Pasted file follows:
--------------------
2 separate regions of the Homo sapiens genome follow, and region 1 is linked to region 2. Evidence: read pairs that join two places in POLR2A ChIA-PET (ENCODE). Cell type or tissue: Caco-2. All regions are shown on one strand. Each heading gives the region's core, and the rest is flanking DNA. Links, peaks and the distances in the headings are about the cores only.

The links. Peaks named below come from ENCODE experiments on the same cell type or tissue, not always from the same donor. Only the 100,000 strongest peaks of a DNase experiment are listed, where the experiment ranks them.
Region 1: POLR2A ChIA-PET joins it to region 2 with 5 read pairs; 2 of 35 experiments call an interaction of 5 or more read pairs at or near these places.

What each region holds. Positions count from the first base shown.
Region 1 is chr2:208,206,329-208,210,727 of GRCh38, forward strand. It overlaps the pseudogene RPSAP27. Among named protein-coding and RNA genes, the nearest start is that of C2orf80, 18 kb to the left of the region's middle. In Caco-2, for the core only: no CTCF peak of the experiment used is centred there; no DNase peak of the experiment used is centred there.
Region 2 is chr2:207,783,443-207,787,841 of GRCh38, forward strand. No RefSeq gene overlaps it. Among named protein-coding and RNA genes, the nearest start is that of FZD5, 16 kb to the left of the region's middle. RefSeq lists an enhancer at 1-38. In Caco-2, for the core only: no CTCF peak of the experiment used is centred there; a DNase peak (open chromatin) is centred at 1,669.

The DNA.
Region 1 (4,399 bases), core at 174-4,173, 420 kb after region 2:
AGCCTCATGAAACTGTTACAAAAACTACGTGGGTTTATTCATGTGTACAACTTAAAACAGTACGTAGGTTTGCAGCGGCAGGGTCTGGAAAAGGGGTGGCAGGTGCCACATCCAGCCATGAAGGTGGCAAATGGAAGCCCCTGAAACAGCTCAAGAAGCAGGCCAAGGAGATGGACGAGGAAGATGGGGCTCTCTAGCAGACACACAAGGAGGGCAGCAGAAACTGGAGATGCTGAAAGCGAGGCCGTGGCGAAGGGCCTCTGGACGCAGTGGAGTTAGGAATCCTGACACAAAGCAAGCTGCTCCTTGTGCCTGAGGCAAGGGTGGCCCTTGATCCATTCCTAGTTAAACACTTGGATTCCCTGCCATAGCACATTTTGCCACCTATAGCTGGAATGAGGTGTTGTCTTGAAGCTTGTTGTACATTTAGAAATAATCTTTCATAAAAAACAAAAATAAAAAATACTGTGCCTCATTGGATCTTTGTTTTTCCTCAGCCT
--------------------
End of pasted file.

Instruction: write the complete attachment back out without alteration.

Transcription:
2 separate regions of the Homo sapiens genome follow, and region 1 is linked to region 2. Evidence: read pairs that join two places in POLR2A ChIA-PET (ENCODE). Cell type or tissue: Caco-2. All regions are shown on one strand. Each heading gives the region's core, and the rest is flanking DNA. Links, peaks and the distances in the headings are about the cores only.

The links. Peaks named below come from ENCODE experiments on the same cell type or tissue, not always from the same donor. Only the 100,000 strongest peaks of a DNase experiment are listed, where the experiment ranks them.
Region 1: POLR2A ChIA-PET joins it to region 2 with 5 read pairs; 2 of 35 experiments call an interaction of 5 or more read pairs at or near these places.

What each region holds. Positions count from the first base shown.
Region 1 is chr2:208,206,329-208,210,727 of GRCh38, forward strand. It overlaps the pseudogene RPSAP27. Among named protein-coding and RNA genes, the nearest start is that of C2orf80, 18 kb to the left of the region's middle. In Caco-2, for the core only: no CTCF peak of the experiment used is centred there; no DNase peak of the experiment used is centred there.
Region 2 is chr2:207,783,443-207,787,841 of GRCh38, forward strand. No RefSeq gene overlaps it. Among named protein-coding and RNA genes, the nearest start is that of FZD5, 16 kb to the left of the region's middle. RefSeq lists an enhancer at 1-38. In Caco-2, for the core only: no CTCF peak of the experiment used is centred there; a DNase peak (open chromatin) is centred at 1,669.

The DNA.
Region 1 (4,399 bases), core at 174-4,173, 420 kb after region 2:
AGCCTCATGAAACTGTTACAAAAACTACGTGGGTTTATTCATGTGTACAACTTAAAACAGTACGTAGGTTTGCAGCGGCAGGGTCTGGAAAAGGGGTGGCAGGTGCCACATCCAGCCATGAAGGTGGCAAATGGAAGCCCCTGAAACAGCTCAAGAAGCAGGCCAAGGAGATGGACGAGGAAGATGGGGCTCTCTAGCAGACACACAAGGAGGGCAGCAGAAACTGGAGATGCTGAAAGCGAGGCCGTGGCGAAGGGCCTCTGGACGCAGTGGAGTTAGGAATCCTGACACAAAGCAAGCTGCTCCTTGTGCCTGAGGCAAGGGTGGCCCTTGATCCATTCCTAGTTAAACACTTGGATTCCCTGCCATAGCACATTTTGCCACCTATAGCTGGAATGAGGTGTTGTCTTGAAGCTTGTTGTACATTTAGAAATAATCTTTCATAAAAAACAAAAATAAAAAATACTGTGCCTCATTGGATCTTTGTTTTTCCTCAGCCT